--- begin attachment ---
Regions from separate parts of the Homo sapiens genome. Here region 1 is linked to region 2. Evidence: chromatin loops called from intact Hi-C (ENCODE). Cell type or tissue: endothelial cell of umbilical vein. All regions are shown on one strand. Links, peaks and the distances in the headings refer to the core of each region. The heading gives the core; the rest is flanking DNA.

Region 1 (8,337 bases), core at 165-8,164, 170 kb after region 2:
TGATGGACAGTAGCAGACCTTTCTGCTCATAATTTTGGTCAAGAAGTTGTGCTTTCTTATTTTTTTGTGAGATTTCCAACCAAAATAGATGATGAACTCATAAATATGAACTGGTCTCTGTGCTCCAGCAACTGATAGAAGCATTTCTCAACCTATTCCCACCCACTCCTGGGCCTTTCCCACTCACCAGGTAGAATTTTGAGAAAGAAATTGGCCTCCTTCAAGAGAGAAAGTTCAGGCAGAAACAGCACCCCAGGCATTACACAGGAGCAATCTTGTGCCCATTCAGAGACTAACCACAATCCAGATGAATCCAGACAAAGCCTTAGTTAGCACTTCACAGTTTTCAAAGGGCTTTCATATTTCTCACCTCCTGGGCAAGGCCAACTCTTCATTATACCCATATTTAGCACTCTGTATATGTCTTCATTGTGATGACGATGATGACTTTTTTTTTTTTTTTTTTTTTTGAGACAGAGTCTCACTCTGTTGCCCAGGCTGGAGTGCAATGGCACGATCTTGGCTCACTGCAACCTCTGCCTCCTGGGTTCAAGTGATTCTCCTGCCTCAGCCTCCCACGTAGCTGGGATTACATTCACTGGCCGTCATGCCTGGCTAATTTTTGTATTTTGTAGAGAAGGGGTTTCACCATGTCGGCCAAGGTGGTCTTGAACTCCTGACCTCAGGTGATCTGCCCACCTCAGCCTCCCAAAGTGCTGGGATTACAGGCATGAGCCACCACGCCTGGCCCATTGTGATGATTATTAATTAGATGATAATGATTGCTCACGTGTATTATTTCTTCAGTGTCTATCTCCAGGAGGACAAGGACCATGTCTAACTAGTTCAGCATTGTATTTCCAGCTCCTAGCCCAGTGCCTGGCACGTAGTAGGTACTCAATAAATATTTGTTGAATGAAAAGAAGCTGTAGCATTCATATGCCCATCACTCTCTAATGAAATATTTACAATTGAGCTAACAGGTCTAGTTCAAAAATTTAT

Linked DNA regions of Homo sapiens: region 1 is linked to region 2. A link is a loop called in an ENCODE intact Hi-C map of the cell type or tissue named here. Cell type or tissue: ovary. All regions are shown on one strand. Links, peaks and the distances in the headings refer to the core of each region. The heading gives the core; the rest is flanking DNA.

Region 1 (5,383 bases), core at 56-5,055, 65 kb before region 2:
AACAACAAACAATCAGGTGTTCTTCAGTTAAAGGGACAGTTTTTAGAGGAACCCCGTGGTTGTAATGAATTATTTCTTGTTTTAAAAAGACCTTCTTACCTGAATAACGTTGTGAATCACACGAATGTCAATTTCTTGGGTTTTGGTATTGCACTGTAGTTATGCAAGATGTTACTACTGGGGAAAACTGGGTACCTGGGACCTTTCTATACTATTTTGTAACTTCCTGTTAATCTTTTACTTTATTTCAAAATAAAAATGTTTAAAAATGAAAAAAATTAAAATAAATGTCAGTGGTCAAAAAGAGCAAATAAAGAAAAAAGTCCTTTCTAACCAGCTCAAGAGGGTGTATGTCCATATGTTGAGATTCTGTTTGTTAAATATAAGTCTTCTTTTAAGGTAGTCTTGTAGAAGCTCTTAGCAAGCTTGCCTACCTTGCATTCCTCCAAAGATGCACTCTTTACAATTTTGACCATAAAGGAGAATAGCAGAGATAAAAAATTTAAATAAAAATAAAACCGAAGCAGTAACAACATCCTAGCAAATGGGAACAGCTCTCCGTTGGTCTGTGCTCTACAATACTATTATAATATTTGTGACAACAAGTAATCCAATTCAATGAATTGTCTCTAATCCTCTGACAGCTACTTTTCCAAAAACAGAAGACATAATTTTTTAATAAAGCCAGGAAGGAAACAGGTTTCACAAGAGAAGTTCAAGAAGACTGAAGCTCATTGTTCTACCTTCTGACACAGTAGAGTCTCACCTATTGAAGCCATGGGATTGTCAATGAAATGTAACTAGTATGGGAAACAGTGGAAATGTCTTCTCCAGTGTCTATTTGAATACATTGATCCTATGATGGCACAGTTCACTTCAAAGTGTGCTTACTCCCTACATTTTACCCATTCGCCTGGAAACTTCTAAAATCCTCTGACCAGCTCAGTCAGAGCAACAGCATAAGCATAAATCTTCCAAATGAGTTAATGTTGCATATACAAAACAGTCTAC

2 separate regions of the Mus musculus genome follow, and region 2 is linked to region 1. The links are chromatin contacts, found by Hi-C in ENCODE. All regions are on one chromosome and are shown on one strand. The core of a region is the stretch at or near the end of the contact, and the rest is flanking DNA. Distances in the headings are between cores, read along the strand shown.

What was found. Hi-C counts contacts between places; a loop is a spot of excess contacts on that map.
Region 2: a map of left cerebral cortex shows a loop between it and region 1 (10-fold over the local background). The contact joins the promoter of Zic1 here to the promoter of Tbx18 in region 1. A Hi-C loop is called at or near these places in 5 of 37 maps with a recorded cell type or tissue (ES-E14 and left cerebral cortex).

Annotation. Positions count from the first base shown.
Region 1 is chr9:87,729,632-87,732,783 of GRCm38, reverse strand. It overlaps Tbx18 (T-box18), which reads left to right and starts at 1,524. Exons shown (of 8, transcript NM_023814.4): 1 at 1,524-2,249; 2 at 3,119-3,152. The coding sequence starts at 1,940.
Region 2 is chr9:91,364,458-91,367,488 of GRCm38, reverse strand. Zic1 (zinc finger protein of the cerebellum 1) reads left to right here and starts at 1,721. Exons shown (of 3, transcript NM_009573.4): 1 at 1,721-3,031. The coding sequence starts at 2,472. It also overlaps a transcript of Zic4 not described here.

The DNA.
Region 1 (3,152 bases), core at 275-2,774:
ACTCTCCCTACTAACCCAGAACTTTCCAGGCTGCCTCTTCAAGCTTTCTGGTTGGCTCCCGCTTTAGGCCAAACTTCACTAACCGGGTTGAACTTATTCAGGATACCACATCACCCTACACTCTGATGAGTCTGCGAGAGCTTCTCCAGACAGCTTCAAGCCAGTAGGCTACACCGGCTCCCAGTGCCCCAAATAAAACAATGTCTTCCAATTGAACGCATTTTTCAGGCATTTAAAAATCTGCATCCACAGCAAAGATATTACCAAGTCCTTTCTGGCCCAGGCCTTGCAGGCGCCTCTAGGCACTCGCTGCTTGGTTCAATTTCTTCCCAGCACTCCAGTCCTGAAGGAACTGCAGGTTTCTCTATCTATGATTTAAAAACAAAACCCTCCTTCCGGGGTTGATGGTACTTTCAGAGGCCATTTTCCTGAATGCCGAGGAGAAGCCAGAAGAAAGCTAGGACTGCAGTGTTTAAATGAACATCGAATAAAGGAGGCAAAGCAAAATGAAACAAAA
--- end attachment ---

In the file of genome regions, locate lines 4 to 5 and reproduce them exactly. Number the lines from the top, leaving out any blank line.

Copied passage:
Linked DNA regions of Homo sapiens: region 1 is linked to region 2. A link is a loop called in an ENCODE intact Hi-C map of the cell type or tissue named here. Cell type or tissue: ovary. All regions are shown on one strand. Links, peaks and the distances in the headings refer to the core of each region. The heading gives the core; the rest is flanking DNA.

Region 1 (5,383 bases), core at 56-5,055, 65 kb before region 2: